Weingarten blames the accountability movement with a “national fixation” on testing, which she says has driven teachers away and stigmatized struggling schools.
Mark Jewell, president of the N.C. Association of Educators, a Raleigh-based teaching advocacy group, told Policy Watch last week that the movement’s legacy will be high-stakes exams driven with the goal of rooting out poor teachers, for better or worse.
It’s not productive for schools or students, argues Jewell, who says the testing accountability movement lacks empirical evidence that it’s had a positive impact in long-struggling schools.
“They’re supposed to be used for diagnostic purposes,” said Jewell. “And not just for punitive measures.”
Atkinson says the accountability movement has “gone too far” when it comes to testing.
Federal officials seemed to heed the widespread criticism when they offered up their 2015 rewrite of U.S. education law, one of the few bipartisan accomplishments of the 2015 Congress.
However, as Lou Fabrizio, director of data research and federal policy for the N.C. Department of Public Instruction points out, ESSA, while it grants states additional powers to assess their accountability measures, mostly retains the unpopular testing requirements of NCLB.
That includes annual end-of-grade testing in English and math for grades 3-8, as well as at least one examination each in math, science and language arts in high school.
That said, Fabrizio notes the new federal law extends some sweeteners to states weary of the testing requirements. States will have broader powers to determine what they do with those testing results.
And federal officials are also offering up funding for states to conduct testing audits.
“The assumption, and it’s probably a very accurate assumption, is that if school systems and states did that analysis, they may find out that a lot of the testing they are doing is not something the federal government requires,” said Fabrizio.
North Carolina’s testing, in addition to offering the federally-mandated examinations, also includes a state-ordered, third-grade reading test at the beginning of the year to pinpoint students’ needs. Schools also push ACT examinations to test college readiness in grades 10 and 11, both of which could be deemed unnecessary by state leaders.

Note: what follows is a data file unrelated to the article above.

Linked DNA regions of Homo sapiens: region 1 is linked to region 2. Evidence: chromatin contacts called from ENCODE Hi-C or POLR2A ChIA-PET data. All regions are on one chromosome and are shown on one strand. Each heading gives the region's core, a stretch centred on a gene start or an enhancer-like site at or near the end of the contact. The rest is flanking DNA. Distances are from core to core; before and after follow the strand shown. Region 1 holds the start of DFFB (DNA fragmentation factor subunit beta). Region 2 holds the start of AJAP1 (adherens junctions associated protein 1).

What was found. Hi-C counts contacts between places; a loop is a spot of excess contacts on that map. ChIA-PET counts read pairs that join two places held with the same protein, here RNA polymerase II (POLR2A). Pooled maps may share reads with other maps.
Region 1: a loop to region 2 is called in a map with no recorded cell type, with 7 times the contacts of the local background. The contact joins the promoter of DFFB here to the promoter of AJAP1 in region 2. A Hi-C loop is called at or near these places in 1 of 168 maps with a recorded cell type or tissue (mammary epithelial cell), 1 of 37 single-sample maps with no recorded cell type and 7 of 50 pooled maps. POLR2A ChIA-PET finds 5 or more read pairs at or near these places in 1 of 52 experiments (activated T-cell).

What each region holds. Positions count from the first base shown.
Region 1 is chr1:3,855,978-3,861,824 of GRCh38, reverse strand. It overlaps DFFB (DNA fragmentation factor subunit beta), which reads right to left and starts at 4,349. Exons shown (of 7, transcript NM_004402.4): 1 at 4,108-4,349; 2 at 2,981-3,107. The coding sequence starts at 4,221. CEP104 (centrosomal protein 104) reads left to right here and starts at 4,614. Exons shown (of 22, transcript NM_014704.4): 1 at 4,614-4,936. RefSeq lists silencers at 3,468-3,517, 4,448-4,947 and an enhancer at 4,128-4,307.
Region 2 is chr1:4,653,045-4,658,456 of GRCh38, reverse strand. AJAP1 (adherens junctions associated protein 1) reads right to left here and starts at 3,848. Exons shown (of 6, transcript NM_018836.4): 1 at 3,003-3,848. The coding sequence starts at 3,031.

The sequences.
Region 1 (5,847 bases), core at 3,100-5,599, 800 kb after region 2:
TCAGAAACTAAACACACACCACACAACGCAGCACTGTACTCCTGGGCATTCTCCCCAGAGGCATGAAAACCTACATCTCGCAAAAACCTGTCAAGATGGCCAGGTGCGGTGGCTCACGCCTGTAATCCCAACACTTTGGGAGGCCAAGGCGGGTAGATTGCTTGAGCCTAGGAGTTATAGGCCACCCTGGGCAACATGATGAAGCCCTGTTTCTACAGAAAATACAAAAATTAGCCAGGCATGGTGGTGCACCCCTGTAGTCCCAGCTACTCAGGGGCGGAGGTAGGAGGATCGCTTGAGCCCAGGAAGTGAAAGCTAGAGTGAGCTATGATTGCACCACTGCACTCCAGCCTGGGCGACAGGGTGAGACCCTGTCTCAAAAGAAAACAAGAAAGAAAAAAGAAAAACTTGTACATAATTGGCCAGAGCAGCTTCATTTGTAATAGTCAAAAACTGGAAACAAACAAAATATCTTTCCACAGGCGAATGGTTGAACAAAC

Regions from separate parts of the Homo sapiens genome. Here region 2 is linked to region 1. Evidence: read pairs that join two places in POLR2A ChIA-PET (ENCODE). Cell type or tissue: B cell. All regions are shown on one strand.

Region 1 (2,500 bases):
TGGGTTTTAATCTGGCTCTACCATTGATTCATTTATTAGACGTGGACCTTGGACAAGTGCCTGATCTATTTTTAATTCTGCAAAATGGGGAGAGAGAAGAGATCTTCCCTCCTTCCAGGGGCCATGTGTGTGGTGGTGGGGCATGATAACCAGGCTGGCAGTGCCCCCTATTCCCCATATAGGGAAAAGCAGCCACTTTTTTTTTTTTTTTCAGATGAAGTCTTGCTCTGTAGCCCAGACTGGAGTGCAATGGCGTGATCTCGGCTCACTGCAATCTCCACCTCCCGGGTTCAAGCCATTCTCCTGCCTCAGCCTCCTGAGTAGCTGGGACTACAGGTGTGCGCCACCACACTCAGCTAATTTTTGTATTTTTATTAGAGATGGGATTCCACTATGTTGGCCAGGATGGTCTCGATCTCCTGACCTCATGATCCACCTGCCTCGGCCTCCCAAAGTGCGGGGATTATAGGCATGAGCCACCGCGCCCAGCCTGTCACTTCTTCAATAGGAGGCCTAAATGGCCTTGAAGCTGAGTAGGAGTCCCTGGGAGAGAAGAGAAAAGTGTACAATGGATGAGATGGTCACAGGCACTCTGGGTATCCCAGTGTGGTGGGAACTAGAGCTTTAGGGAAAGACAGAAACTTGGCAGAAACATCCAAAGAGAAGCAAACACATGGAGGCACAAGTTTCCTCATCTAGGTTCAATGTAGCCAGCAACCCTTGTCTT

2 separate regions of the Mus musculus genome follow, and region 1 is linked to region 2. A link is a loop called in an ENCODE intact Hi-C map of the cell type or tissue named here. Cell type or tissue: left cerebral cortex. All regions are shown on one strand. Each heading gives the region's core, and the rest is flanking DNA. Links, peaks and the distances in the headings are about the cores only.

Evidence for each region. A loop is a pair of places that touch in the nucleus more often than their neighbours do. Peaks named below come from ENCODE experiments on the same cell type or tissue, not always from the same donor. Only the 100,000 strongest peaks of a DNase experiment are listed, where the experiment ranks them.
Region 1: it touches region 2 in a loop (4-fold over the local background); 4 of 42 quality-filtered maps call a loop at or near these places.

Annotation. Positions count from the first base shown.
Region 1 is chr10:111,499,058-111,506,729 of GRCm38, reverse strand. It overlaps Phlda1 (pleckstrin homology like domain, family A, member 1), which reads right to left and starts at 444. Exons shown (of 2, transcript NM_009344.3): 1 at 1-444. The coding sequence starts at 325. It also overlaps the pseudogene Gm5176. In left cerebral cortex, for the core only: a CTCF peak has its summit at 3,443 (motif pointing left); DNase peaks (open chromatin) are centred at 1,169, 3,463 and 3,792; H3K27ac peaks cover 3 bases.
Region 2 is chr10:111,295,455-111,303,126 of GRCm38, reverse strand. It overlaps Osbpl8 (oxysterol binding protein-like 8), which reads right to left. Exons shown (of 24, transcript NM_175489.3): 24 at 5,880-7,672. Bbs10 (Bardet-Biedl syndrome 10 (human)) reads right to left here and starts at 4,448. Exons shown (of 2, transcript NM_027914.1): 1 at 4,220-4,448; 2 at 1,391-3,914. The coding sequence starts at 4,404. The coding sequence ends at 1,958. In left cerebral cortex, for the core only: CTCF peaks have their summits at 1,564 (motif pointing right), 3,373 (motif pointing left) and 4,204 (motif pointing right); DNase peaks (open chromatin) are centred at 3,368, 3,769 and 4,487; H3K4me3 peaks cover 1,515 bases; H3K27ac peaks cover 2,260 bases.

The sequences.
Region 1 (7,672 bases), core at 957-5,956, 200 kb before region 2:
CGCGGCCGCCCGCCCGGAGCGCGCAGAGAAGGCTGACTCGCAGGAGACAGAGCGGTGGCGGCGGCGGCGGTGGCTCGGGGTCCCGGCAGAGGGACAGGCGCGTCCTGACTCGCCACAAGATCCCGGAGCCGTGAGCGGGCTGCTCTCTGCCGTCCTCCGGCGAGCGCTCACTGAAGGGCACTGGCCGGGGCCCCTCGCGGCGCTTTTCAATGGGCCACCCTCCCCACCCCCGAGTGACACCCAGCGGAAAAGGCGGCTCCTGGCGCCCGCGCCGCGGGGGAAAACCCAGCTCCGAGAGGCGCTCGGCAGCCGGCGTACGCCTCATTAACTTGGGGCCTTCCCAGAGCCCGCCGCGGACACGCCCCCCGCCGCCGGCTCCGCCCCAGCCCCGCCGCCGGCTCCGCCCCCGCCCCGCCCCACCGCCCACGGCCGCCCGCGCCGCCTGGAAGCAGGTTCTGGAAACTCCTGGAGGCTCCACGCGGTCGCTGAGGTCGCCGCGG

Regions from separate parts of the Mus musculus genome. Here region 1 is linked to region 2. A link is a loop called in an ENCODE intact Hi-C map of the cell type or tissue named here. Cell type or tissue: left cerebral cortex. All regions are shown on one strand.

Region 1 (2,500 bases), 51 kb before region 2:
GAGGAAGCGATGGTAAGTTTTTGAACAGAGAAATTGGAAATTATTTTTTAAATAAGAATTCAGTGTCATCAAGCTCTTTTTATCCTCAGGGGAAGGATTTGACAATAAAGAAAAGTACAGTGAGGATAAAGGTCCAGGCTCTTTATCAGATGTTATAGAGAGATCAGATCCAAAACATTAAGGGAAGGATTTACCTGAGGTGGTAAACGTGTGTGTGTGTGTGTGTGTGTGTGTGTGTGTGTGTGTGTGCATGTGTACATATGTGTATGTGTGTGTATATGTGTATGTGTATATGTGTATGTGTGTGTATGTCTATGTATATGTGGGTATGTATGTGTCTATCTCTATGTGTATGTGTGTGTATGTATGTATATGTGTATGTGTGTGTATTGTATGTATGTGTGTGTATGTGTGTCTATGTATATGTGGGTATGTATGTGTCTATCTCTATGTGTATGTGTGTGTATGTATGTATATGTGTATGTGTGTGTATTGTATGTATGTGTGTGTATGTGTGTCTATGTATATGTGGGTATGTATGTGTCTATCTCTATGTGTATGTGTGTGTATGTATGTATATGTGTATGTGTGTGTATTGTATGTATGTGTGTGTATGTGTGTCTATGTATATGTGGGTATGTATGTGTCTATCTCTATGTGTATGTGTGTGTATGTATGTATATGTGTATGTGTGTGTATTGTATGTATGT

Additionally, members of the State Board of Education seemed to signal their intent for a new path when they approved studies for the 2015-2016 and 2016-2017 school years of the so-called “N.C. Check-Ins” program.
For selected schools, the program orders three, 90-minute “check-ins” in fifth-grade math and sixth-grade English throughout the year in order to gauge students’ progress before final, end-of-grade testing.
The concept, officials explain, is educators can use the check-ins to determine students’ needs partway through the year, rather than finding out their pupils’ weaknesses on one end-of-year exam.
Lawmakers, worried over tightening budget straits during the post-2008 recession, nixed a 10th-grade writing test beginning with the 2011-2012 school year, but it’s unclear whether any or all of North Carolina’s tests will be shelved or amended in the years to come. Senate President Berger’s office did not respond to Policy Watch requests for comment on testing reforms this week.
And Fabrizio could not offer up any specific plans from Johnson, although he says his office plans to meet with the superintendent’s office this week to discuss implementation of ESSA.
Going forward, Yeh says K-12 scholars and education policymakers should focus more on changing the way we test, rather than eschewing testing altogether. To Yeh, that means exchanging standardized examinations for “individualized” tests which differ between students’ widely-varying skill levels.
Based on Yeh’s research, offering students “modestly challenging” testing is more effective than “overwhelming” lagging students with an exam they’re not prepared to take.
“If you were to put a fourth-grader into a fifth-grade classroom, you would never grade them in the same way,” says Yeh. “Because they are at different levels.”
And the inevitable criticism that Yeh’s approach simply lowers standards for some? Yeh says the research supports his approach.
Examinations, he adds, should provide performance feedback for educators and students, not punishment for lagging schools.
“Teachers and schools are being made scapegoats,” Yeh says. “But the way I see it, it’s a structural problem.”